But this present state of injustice is not fated to continue: while God’s judgments are deferred, they are not to be denied. God himself will impose justice sooner or later, which involves both making things right for those who are hurt, and bringing judgment down upon those who have incriminated themselves. Thus this life fulfils its purpose as an arena in which by our own choice we rise or sink, not in worldly stature, but to either rise towards goodness and godliness and virtue, or to sink into evil and depravity. The people of Ammonihah have been allowed to make their choice: those they hurt will in the end be blessed, and lose nothing, while the guilty have been left with no excuse and will lose everything.

Not that they recognise the full depth of their error just yet:

Now it came to pass that when the bodies of those who had been cast into the fire were consumed, and also the records which were cast in with them, the chief judge of the land came and stood before Alma and Amulek, as they were bound; and he smote them with his hand upon their cheeks, and said unto them: After what ye have seen, will ye preach again unto this people, that they shall be cast into a lake of fire and brimstone?

(Alma 14:14)

I suppose they think that was terribly clever.

Now this judge was after the order and faith of Nehor, who slew Gideon.

(Alma 14:16)

I find this interesting and significant. The Nehorite belief, after all, is that:

… all mankind should be saved at the last day, and that they need not fear nor tremble, but that they might lift up their heads and rejoice; for the Lord had created all men, and had also redeemed all men; and, in the end, all men should have eternal life.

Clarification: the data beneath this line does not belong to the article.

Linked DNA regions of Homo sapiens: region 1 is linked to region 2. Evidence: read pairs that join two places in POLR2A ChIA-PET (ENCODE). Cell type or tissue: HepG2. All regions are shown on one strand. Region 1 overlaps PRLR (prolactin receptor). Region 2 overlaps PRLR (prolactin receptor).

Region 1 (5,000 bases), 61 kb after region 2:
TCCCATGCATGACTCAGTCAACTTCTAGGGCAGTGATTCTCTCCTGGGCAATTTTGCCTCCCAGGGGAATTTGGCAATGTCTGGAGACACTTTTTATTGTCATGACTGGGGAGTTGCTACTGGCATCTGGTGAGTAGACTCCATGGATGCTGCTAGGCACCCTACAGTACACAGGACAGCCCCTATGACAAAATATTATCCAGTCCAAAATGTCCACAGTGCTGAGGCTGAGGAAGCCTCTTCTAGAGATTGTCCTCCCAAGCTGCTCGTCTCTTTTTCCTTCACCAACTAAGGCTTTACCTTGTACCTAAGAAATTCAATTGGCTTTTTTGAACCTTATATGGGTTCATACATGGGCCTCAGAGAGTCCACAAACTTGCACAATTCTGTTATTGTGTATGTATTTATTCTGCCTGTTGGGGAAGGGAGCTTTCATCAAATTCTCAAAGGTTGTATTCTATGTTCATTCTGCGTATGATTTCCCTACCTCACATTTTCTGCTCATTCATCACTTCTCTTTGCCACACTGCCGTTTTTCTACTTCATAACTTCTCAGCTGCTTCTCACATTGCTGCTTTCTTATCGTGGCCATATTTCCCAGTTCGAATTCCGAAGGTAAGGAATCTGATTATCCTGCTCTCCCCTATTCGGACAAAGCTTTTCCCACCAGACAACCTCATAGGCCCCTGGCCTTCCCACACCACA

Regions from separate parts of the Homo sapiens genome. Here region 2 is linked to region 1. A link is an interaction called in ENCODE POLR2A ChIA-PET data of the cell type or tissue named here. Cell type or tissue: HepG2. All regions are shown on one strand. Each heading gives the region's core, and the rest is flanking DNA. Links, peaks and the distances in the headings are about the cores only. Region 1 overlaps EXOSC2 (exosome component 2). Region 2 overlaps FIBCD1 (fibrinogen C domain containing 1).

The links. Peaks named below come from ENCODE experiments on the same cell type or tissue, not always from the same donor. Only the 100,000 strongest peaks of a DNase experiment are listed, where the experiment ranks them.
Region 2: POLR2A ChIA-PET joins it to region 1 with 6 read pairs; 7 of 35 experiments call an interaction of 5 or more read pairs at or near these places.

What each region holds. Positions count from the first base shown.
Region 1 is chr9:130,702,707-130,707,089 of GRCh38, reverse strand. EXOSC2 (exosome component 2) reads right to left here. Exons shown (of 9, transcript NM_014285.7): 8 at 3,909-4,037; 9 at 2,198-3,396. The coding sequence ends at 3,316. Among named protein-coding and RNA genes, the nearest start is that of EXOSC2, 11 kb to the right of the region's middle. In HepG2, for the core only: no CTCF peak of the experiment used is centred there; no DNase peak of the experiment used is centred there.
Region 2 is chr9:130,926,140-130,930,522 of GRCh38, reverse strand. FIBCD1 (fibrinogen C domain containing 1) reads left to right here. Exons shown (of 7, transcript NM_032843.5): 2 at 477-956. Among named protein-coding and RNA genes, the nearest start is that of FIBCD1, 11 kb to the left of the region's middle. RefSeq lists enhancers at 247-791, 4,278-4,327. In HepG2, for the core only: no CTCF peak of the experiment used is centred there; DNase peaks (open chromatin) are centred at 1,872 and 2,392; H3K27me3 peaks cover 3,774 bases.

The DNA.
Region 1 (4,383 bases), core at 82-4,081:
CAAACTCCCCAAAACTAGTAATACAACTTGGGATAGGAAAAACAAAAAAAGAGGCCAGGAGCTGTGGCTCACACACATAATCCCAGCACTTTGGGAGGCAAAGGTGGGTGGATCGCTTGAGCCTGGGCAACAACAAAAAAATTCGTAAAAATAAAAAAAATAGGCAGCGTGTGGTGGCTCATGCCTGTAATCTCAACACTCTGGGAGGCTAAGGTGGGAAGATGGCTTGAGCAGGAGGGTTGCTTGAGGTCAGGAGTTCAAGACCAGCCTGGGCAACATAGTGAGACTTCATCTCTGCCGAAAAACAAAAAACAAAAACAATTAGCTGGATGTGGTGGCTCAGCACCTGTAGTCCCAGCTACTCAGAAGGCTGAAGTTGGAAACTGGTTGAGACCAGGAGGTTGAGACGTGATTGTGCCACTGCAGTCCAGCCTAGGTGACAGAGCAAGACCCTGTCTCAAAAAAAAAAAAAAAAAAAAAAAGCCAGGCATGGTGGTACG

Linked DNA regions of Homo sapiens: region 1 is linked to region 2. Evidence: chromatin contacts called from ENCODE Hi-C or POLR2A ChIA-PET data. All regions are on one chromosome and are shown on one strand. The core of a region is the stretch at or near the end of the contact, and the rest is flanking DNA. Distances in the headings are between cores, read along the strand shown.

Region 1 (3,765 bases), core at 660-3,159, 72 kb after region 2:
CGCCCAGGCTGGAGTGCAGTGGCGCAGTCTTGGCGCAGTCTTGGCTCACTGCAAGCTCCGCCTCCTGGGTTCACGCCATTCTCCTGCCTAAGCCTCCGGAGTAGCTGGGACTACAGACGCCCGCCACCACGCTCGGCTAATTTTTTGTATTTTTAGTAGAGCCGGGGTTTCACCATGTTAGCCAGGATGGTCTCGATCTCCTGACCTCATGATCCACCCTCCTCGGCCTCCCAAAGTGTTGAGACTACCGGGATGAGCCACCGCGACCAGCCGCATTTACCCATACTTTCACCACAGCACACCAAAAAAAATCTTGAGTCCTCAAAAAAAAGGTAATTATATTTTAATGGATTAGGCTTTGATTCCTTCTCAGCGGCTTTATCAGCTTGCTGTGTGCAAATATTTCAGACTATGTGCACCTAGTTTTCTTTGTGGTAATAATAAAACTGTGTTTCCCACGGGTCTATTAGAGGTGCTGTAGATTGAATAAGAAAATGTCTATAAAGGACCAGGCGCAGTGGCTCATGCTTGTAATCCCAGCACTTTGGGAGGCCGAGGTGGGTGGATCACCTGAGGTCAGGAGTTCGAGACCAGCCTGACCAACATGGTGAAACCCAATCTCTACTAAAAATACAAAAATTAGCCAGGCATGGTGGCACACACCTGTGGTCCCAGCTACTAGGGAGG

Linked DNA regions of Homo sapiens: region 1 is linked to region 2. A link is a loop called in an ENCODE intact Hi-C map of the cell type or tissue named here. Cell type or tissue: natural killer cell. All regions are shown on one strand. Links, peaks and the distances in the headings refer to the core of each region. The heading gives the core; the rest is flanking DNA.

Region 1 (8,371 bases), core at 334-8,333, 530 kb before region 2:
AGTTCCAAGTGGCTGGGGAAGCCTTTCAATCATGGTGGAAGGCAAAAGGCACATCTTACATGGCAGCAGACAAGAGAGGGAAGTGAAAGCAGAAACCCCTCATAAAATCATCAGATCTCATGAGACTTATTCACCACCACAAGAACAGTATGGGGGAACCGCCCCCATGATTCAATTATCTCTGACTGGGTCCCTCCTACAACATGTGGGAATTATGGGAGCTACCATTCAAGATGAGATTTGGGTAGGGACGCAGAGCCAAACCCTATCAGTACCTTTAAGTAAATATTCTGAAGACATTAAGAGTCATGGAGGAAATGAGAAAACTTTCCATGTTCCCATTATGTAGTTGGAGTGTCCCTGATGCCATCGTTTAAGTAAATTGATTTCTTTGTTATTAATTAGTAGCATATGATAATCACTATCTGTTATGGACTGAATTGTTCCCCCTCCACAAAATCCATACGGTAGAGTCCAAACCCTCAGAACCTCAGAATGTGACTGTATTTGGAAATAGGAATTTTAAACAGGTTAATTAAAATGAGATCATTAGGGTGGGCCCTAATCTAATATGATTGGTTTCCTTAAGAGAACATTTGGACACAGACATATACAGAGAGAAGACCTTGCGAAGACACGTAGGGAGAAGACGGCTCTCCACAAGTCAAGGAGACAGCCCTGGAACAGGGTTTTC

(Alma 1:4)

That can sound good and positive to many people; indeed I know it does because I’ve heard several members of the Church say so (and even think there’s not much wrong with that statement) in recent discussions. And yet there’s a glaring omission, that of repentance. The Nehorite salvation is one that excludes the need for any repentance, and any need to meet a higher standard.

Now I’m sure there were those who adhered to the Nehorite creed who did not approach the level of the people of Ammonihah. And yet I think there is a connection, between that belief and the acts we see here. A world in which everyone is already “saved”, in which none of us need to reform or change, is a world in which no bad tendency need to be fought, no habit need to be curbed, and no effort made to prepare for heaven (defeating the very purpose of mortality that Alma has spoken about). A world in which people do not repent, do not seek to be better, is not a world of people destined for heaven. It is hell. And we see here the hellish conclusion of Nehorite belief, where the notion of moral disapproval and calls to repentance inspire murderous rage.

Judgment, of course, is coming for the people of Ammonihah, and in their case that judgment is not deferred for too long. Indeed for their leaders it comes far sooner than they can expect:

And it came to pass after they had thus suffered for many days, (and it was on the twelfth day, in the tenth month, in the tenth year of the reign of the judges over the people of Nephi) that the chief judge over the land of Ammonihah and many of their teachers and their lawyers went in unto the prison where Alma and Amulek were bound with cords.